Tag Archives: WLAN

The Importance of the GGOOE In Cloud-Managed Networking

If you already do cloud managed Wi-Fi or WAN/LAN, you know the value of the GGOOE. If you’re thinking about making the jump to the likes of Aerohive or Meraki for far-off sites, you better make sure you line up a GGOOE, I’ve pulled off some pretty slick networking projects hundreds of miles away and across oceans, but just as much credit goes to the GGOOE.

What’s a GGOOE, you ask? It’s the incredibly valuable Good Guy On Other End, unless it happens to be the Good Gal On Other End. 

The GGOOE is indispensable for cloud network projects, and I salute them. For me, the GGOOEs in my world are named Marco, Kevin, the other Kevin, Fabio, and Patti. They are the right eyes, hands, and minds on the other side of a cloud-managed network that make what I designed stay healthy, or in some cases, to get implemented at all.

Here’s a few real-world examples of the importance of the GGOOE factor:

  • Bringin’ it to Jolly Old. A few years back, I took a leap of faith and did a little project in London. The results have stood the test of time, and our first brush with cloud-managed networking was a smashing success. When I went over, I didn’t know the site or any of the people, but a GGOOE named Marco happened to be there. During installation, he was my right hand man. Three-plus years later, he’s the on-premise resource that shares network administrative duties and guides the day-to-day operations, responding to power issues, the rare user problem, and making sure that the network continues to serve the operational need. 
  • Rocky Mountain High. Well, this has nothing to do with the Rocky Mountains (my clever bullet point hooked you though, didn’t it?), but it is in New York’s Adirondacks. Having gotten comfortable with the benefits of cloud networking, I headed a small team that made a beautiful place a little nicer with a network environment that shines, and that can be managed from the same dashboard I use for London. The GGOOE here? A dude named Kevin (and when he’s not around, alternate GGOOE Amber). Being out in God’s Country, the site is subject to wonky power and DSL service. Kevin and Amber never hesitate when asked to reset a DSL modem, check the power status in a building, or whatever. The GGOOE keeps it going, baby.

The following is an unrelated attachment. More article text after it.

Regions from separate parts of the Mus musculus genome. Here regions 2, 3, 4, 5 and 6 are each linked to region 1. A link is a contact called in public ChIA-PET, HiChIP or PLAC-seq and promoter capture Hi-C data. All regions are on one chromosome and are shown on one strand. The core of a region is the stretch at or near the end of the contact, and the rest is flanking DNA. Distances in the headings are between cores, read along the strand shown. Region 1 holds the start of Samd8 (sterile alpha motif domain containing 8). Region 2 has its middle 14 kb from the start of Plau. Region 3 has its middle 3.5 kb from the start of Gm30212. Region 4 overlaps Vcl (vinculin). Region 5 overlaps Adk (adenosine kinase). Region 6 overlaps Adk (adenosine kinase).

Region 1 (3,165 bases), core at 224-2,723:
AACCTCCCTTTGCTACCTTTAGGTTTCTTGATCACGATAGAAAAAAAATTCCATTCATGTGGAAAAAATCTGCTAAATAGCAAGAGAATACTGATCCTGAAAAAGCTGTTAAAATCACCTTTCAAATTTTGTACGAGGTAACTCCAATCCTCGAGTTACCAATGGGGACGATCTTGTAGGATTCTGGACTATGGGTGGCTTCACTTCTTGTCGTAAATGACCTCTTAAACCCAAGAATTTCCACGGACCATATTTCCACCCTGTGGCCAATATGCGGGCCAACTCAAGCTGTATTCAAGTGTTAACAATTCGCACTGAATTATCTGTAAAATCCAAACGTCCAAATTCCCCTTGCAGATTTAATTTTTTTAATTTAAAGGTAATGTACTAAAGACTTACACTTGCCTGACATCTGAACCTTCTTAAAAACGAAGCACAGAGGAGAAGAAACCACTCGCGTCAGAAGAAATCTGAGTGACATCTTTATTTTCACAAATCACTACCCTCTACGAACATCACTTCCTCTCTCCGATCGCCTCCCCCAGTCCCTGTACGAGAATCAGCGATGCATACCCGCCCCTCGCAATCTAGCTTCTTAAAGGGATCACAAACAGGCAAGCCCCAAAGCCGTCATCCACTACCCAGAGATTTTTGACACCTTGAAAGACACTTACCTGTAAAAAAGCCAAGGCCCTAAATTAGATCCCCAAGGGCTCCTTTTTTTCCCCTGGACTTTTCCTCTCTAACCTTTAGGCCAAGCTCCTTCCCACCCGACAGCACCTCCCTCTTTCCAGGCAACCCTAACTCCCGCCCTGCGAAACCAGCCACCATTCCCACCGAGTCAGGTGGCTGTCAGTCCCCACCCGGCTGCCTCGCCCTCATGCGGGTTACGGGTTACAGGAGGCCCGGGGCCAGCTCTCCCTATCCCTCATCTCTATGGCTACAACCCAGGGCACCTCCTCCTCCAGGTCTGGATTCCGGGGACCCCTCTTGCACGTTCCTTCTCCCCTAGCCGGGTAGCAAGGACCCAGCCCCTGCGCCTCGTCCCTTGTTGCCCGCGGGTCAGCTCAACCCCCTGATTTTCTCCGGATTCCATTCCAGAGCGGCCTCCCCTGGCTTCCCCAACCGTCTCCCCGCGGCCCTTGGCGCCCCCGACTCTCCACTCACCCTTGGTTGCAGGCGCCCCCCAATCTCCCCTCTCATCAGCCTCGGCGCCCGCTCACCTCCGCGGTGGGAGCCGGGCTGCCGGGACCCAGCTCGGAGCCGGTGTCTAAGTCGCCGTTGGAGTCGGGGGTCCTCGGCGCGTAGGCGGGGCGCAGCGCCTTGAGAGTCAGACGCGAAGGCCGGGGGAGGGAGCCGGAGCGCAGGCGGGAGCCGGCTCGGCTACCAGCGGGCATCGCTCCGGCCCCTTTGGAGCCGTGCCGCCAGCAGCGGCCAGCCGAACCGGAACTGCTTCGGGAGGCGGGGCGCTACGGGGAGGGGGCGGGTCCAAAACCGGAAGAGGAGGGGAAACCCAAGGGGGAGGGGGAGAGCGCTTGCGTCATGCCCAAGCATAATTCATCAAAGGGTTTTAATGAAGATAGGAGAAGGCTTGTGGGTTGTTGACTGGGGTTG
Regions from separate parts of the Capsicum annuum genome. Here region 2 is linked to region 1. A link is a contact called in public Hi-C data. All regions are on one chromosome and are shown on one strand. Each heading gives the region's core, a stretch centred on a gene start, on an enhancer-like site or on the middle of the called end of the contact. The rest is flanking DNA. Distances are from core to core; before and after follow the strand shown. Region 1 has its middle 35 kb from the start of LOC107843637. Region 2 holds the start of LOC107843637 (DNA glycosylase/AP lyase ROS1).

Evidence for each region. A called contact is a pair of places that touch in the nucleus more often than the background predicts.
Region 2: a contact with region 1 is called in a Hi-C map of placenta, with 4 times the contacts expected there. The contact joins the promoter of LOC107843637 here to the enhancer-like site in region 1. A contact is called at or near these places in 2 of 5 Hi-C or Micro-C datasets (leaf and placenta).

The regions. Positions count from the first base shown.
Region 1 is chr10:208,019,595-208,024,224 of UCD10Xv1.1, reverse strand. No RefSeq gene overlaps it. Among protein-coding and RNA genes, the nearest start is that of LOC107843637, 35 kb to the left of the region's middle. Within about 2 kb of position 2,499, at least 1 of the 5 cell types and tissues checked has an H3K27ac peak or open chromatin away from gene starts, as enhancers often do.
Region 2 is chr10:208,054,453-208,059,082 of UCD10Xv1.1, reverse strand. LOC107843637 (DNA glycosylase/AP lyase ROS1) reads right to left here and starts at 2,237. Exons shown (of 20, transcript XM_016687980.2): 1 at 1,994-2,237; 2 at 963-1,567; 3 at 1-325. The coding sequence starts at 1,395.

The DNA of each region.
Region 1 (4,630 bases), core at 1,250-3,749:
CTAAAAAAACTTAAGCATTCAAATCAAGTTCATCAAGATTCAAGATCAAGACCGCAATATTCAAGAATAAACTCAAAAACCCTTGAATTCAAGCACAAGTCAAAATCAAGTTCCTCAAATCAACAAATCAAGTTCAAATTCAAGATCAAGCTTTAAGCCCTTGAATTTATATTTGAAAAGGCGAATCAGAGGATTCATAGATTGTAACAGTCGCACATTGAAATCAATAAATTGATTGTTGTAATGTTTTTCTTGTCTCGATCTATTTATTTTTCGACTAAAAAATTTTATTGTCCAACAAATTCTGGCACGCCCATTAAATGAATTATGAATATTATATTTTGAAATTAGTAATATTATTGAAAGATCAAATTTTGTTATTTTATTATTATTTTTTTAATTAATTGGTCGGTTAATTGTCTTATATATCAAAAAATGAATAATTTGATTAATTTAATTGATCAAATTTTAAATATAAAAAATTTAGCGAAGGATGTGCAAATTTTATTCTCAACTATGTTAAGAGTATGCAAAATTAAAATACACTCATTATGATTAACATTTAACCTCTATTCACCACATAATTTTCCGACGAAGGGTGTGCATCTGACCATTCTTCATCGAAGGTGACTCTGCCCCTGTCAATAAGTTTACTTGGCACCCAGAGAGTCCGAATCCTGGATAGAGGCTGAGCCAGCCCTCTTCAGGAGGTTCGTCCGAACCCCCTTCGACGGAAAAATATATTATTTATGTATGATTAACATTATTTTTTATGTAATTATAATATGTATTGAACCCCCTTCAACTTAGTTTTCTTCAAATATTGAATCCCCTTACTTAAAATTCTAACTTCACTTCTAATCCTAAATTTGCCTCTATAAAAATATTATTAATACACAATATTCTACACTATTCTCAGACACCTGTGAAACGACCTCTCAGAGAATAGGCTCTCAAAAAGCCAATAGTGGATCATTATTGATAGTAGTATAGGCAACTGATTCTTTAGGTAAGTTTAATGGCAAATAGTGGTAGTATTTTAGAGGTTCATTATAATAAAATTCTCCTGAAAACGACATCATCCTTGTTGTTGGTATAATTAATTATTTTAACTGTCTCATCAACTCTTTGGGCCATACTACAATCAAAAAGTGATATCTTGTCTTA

• Parli nuvola, bambino? In the most brash exploitation of the GGOOE factor to date, I just popped up a 5-building LAN and WLAN topology in Italy that is currently serving hundreds of clients a day.

Or did I? 

I certainly conceived the design and selected the product set, but this cloud-managed network came to life 4,000 miles away without me ever getting on an airplane. Yeah- you guessed it: there was GGOOE action on the far end. Kevin and Fabio formed the two-man GGOOE team that made my diagrams and cloud-configs come to life at the physical layer, and will provide ongoing GGOOE service as needed. Life is friggin’ sweet, thanks to GGOOEs.

The examples go on on and on. Like with GGOOE Patti in NYC who has far bigger fish to fry in her role as an Executive Director. But when we Upstate need help with our environment Downstate, it’s Patti that we go to and Patti who helps- every time. 

Make Good Choices 

Here’s what’s really cool about the GGOOEs in my world: none of them are really network people. Some of them aren’t even IT people. But they’re smart, team-oriented, and get the value of being a clear mind and directable hands where needed.

That being said, I have an obligation to make choices that enable the success of my Good Guys On Other End. If I put together a crappy solution and leave them holding the bag, I end up with F(rustrated)GOOEs.

And that’s not good for them, me, or the clients that we all support.

What about you- do you have a GGOOE that you rely on?

Ethernet Is Done. It’s Time To Get Serious About Wireless.

Did you happen to see the PR on the Microsoft Surface Pro 3?

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Evidently, there is a killer among us. A laptop killer. Laptops have Ethernet ports. If Microsoft’s new $800 assassin kills the laptop, it also kills the laptop’s Ethernet port. Goodbye, Ethernet, we hardly knew ye. Don’t let the door hit you in the ass.